LambdaWrap, a Ruby GEM for AWS Lambda

Author: Markus Thurner
Reblogged from:

We’ve released LambdaWrap, a Ruby gem to simplify deployment to a serverless application based on AWS Lambda. This blog post talks about the motivation behind this Ruby gem, and technical details of LambdaWrap.

Where did we start?

There was a lot of talk among my team regarding the benefits of AWS Lambda, an offering from Amazon Web Services to run code without provisioning or managing servers. So, while we were skeptical of how that would work out, we gave it a try for a simple RESTful service.

Since our service was very simple, we didn’t want to start with a framework like serverless. Instead, we simply had some basic unit tests, uploaded our scripts manually and tested everything online.

As our thoughts evolved on how to support this service in a production environment, we weren’t satisfied with our manual approach. We turned to AWS CloudFormation, but quickly realized that it didn’t support versioning of Lambda functions nor setup of API Gateway. So we decided to create a rakefile and leverage the AWS SDK for Ruby. We started simple by just supporting uploading of the Lamba functions, but then added a wrapper for aws-apigateway-importer, and since we were using AWS DynamoDB, also included a simple wrapper for DynamoDB table creation.

What does LambdaWrap do?

LambdaWrap allows one to create a build pipeline for an AWS Lambda-based RESTful service within less than an hour, so that you can immediately start focusing on creating value, namely, writing your service code. LambdaWrap is easy to get into, since it focuses on the deployment pipeline only.

Let’s look at a basic example: a RESTful service that exposes a PUT and a GET method on a resource, and uses AWS DynamoDB to store data. With a documentation-first approach, go to, document the two endpoints, and save the swagger.json locally. Then, create your rakefile and have a deploy task like the following:

That’s it. A few lines of ruby code and your deployment is fully automated, including supporting short-lived environments such as those for developers or pull request builds. (Yes, we recommend creating a full environment during a pull request to ensure the deployment pipeline works, and also to run some service level tests against it.) Once you start doing that, you probably also want to be able to destroy all those short-lived environments to avoid unnecessary expenses caused by unused resources.

How did this help Cimpress?

We’re still in the early stages of our service’s lifecycle. But so far, deploying new versions of a service has been a smooth experience. Unifying this into a Ruby gem already benefited our small team by not duplicating the same deployment script over and over again, or worse – diverging over time. So while it took a little effort to bundle everything into a reusable library, the return on investment was almost immediate. So we believe the creation of LambdaWrap is a good story in moving a small team forward while showing what can be achieved with simple, generic script and by sharing our AWS Lamba experience in order to lower the entry hurdle for other teams.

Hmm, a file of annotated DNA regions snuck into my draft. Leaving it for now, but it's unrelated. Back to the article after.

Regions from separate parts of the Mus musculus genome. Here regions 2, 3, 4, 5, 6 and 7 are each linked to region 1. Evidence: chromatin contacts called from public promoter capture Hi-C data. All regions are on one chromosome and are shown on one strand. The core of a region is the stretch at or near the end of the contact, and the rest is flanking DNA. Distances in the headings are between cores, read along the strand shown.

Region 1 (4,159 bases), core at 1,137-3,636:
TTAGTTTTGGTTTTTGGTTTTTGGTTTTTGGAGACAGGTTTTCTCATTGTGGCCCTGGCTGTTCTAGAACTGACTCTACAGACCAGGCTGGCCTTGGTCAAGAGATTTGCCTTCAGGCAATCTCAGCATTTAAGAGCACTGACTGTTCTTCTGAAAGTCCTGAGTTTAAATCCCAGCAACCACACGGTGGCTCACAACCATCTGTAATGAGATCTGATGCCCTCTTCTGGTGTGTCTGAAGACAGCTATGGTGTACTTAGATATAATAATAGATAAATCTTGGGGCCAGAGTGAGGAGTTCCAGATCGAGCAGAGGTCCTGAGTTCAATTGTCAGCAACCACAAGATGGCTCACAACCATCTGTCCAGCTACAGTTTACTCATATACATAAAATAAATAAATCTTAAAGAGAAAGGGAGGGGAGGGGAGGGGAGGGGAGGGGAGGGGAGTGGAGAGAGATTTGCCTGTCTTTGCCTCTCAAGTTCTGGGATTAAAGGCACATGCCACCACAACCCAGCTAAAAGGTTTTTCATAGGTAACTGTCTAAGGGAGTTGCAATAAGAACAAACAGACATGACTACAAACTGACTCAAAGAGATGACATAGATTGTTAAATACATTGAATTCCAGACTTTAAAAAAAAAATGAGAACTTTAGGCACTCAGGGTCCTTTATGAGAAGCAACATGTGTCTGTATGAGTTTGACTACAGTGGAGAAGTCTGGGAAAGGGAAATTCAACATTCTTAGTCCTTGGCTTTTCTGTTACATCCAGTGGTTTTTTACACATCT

What’s next?

We believe LambdaWrap allows others to learn from our experience of creating a deployment pipeline for services based on AWS Lambda. It’s so simple (in terms of just a few Ruby files) that it can easily be copied for more specific use cases, extended with additional, generic features, or both. Yes, we would appreciate your feedback and contributions. With that, we do not have a long-term roadmap for LambdaWrap, although we’ll continuously extend it. We will certainly continue to focus on deployment, not local execution or other alternatives. Other larger frameworks such as serverless already do that job particularly well.

Cloud First: Azure

Hello everyone! As promised this is a follow up post to this one and is a high level overview of the Microsoft Azure cloud service.

I’ve been using Azure for a couple of years now and and if I was to summarize I would say it’s a good service with great and rich interface, with rather poor organized SDK and quite expensive I might add but let’s get into it, shall we?

First things first, you can register for a free trial right here and you’ll get an amazing 200 USD that you can spend on Azure services right away and I encourage you to do so. Afterwards you can dig into the Azure portal which has been recently redesigned and it looks great and the performance is also slightly better but let’s get into more details.



They do have data centers scattered across the globe(Europe, Asia, Americas, Australia) so it shouldn’t be a problem for you to get where you’re customers are.



As with every Microsoft product we all know that interface is usually good and this one is no exception. I mean it’s beautifully done from the dashboard which can be customized by simply using drag and drop to the organization of information so that you don’t get confused. Don’t underestimate this because there is quite a bit of information going on and I can easily see how some could get this wrong but they did a great job and I love it.